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Cape train breaks pattern of slow, costly transport projects

The Cape Cod Regional Transit Authority’s popular new CapeFlyer train service might average barely 30 mph, but it has still set at least one kind of speed record. The weekend train, connecting South Station and Hyannis in a little over two hours, went from idea to reality to success in breathtaking time: It was announced in December, started running in May, and has already carried 9,000 passengers this summer, surpassing ridership projections.

In fact, the transit authority’s head, Thomas S. Cahir, said it could have started the service in 2012. But since the deal relies on using MBTA commuter-rail equipment, and the T’s leadership was in flux last year, he chose to wait.

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So how did the Cape train exceed the enervating pace of most other transportation projects in Massachusetts, where missed deadlines and interminable studies are the norm? Other regions looking to expand transit options can take some pointers from Cahir, who offered three explanations: The Cape service was a partnership among agencies; it used tracks and bridges that already existed; and it started on an experimental basis, without having to negotiate a lot of long-term commitments.

The rails to Hyannis were already in place, but in recent years carried only garbage trains and tourist excursions. “If there were no existing infrastructure, I would probably say forget about the Cape,” Cahir said. “But there was an underutilized state asset here.” Massachusetts is crisscrossed by little-used railroad lines, at least some of which are already in good enough condition for passenger traffic. For instance, the state is in the midst of federally funded upgrades to the rail route along the Connecticut River between Springfield and East Northfield, but only once-a-day service is planned after repairs are finished. Making full use of existing corridors should be a priority.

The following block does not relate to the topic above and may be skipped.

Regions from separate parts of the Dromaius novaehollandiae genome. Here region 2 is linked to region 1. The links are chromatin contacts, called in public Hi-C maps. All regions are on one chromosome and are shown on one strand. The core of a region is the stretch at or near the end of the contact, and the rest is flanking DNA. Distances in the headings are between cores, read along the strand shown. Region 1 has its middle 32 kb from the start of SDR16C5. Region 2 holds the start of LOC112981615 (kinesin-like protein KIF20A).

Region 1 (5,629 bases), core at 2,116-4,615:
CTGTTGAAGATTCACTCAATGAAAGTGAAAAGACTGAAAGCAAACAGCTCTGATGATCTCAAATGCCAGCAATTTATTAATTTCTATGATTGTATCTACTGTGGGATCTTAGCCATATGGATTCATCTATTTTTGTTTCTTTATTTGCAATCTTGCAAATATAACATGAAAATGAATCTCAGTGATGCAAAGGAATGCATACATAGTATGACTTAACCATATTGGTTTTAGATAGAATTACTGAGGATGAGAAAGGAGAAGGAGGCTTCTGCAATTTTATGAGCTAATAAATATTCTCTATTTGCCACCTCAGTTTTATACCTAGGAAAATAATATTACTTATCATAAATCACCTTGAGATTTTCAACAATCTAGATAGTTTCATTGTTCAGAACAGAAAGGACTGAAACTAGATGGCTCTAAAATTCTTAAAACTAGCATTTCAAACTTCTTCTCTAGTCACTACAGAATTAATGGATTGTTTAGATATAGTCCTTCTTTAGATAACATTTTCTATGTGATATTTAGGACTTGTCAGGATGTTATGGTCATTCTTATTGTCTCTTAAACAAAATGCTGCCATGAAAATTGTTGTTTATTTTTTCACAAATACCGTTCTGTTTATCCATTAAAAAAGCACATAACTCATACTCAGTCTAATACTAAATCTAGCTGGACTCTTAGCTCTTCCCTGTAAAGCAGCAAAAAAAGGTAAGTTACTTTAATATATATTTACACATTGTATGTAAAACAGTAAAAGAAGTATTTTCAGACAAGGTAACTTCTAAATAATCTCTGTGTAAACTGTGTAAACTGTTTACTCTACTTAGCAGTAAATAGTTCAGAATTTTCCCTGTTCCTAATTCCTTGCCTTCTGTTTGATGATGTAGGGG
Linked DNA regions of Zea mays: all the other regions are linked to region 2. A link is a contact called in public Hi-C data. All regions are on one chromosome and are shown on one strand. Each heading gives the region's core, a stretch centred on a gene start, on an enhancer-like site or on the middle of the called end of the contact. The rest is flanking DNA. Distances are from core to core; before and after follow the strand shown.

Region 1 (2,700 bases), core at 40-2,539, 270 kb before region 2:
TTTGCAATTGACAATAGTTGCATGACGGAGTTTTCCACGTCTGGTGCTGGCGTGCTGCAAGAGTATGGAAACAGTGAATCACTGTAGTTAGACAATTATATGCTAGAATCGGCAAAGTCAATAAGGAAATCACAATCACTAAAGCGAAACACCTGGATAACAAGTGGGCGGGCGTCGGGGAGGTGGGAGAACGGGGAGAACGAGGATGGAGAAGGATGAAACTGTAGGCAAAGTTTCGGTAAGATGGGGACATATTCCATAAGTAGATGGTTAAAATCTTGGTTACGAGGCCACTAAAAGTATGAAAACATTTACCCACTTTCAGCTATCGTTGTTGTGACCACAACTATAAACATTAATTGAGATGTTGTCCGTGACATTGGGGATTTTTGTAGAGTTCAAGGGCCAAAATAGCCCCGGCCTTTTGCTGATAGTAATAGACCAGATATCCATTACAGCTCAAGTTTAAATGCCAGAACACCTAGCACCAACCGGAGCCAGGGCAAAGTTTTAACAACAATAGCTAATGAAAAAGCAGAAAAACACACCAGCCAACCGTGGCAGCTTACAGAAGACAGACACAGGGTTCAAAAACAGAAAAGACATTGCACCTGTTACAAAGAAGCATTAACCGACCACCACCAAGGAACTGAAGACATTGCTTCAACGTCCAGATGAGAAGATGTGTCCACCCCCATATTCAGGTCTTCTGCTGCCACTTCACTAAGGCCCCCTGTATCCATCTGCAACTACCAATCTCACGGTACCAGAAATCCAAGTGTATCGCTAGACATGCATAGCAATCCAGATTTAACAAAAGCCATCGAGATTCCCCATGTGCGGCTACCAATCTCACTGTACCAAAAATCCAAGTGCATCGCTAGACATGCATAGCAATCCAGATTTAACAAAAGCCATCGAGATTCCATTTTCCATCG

The CapeFlyer also didn’t require the time-consuming and costly purchase of new equipment. Instead, the agency reached a deal with the T to use its coaches over the weekend, when the commuter rail system has lower ridership. The partnership gave the Cape authority quick access to trains it could never buy on its own, while letting the T wring a bit of extra value out of equipment it already has.

Finally, Cahir notes that the authority launched the Cape train as a pilot program. It doesn’t represent a massive commitment. And rather than engage in a glacial planning process, replete with costly consultants, the Cape agency is studying its new service the old-fashioned way: trial and error. More transportation projects should follow this model.

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